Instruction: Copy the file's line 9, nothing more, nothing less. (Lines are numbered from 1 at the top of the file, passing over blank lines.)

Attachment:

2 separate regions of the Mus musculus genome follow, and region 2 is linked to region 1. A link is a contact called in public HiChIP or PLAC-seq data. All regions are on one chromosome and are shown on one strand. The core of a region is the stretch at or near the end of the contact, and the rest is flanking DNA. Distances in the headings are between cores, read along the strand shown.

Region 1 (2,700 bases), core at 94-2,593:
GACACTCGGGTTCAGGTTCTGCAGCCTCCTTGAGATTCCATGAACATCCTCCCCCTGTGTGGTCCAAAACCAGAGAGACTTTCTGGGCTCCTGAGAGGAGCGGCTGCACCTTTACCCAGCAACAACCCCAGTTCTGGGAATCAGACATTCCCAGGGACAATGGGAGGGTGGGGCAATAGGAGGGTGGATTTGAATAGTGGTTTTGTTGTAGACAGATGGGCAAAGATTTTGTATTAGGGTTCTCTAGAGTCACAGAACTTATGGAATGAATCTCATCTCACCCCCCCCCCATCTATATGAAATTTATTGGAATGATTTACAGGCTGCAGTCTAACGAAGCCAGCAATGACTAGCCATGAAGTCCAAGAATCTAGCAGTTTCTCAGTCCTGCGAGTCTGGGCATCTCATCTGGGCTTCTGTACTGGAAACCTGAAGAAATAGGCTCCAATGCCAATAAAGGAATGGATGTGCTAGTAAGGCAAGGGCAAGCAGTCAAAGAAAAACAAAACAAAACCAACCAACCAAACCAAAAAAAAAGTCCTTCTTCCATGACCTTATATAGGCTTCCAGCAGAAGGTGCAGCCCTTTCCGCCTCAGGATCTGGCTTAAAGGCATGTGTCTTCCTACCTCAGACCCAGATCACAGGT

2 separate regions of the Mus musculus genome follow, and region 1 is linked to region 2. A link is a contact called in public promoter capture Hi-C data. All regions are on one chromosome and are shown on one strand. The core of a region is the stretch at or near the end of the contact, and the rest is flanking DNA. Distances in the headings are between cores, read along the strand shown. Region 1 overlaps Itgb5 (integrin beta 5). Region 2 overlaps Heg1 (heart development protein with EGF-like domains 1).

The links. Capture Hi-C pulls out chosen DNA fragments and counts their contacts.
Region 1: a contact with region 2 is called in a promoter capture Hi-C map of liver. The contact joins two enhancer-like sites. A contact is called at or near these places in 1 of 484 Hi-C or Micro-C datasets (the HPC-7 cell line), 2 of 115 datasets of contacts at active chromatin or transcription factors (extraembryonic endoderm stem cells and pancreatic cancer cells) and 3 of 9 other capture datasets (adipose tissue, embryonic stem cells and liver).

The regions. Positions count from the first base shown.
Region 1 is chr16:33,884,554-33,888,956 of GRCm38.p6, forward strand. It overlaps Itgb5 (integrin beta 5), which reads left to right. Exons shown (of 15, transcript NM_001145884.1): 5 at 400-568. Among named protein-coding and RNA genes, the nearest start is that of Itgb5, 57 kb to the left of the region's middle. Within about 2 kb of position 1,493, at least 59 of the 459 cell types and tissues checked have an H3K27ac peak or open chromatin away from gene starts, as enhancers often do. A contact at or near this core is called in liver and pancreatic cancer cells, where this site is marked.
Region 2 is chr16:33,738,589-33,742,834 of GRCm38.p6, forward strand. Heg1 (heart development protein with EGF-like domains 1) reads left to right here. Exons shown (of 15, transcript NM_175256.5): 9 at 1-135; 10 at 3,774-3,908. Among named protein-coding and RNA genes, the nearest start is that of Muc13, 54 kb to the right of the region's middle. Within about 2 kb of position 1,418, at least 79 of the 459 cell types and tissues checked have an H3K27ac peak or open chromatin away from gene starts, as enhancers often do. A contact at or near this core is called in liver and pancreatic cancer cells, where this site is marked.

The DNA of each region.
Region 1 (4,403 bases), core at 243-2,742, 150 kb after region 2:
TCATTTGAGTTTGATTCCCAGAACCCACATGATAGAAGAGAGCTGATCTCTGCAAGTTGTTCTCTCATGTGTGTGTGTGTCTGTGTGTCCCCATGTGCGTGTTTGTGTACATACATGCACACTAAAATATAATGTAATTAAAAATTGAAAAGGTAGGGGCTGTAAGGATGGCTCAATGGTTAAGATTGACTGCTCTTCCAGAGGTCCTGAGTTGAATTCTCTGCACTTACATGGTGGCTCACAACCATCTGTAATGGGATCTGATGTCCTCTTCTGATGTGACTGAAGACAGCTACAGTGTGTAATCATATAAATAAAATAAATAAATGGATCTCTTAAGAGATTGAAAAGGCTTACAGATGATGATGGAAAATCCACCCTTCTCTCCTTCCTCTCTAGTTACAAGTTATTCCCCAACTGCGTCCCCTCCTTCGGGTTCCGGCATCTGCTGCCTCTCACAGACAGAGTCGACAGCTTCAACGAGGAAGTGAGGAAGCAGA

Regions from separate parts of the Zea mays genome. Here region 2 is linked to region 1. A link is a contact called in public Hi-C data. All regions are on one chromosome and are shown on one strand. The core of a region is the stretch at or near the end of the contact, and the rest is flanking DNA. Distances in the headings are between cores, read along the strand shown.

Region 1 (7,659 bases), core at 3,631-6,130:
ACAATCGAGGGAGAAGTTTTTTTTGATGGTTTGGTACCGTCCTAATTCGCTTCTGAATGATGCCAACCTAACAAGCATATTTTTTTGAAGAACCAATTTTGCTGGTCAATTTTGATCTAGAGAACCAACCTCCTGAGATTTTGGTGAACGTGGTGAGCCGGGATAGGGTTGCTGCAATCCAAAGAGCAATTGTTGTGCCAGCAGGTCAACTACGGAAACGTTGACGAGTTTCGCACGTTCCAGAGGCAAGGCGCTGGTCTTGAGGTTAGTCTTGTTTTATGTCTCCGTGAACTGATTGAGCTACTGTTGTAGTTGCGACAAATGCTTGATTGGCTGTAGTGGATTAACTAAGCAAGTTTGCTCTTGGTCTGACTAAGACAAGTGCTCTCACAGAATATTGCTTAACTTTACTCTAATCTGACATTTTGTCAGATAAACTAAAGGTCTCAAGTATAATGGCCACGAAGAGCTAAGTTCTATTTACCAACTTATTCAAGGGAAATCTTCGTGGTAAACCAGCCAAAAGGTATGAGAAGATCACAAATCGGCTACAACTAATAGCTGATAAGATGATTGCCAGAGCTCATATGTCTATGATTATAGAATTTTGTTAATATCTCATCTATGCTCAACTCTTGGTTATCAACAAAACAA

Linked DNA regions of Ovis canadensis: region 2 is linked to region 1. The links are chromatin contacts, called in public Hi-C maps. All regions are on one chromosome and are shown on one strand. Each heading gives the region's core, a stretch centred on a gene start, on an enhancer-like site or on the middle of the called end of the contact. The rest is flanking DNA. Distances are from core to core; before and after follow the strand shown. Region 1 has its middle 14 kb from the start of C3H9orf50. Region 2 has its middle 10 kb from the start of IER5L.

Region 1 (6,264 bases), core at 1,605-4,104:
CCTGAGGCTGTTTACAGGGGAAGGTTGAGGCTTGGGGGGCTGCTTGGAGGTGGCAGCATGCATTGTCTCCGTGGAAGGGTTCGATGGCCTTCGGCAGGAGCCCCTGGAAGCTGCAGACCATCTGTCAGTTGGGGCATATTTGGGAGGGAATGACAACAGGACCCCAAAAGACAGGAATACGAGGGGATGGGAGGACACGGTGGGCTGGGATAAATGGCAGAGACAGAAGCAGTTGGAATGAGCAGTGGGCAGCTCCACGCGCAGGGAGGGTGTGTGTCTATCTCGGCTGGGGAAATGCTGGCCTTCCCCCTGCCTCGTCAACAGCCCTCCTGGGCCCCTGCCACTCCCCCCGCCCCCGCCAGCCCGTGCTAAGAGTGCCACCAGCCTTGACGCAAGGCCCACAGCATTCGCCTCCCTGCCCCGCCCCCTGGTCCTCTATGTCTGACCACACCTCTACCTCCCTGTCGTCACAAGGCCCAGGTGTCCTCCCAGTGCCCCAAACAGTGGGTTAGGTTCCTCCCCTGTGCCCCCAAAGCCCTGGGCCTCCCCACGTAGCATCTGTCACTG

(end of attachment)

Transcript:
Region 2 is chr16:33,738,589-33,742,834 of GRCm38.p6, forward strand. Heg1 (heart development protein with EGF-like domains 1) reads left to right here. Exons shown (of 15, transcript NM_175256.5): 9 at 1-135; 10 at 3,774-3,908. Among named protein-coding and RNA genes, the nearest start is that of Muc13, 54 kb to the right of the region's middle. Within about 2 kb of position 1,418, at least 79 of the 459 cell types and tissues checked have an H3K27ac peak or open chromatin away from gene starts, as enhancers often do. A contact at or near this core is called in liver and pancreatic cancer cells, where this site is marked.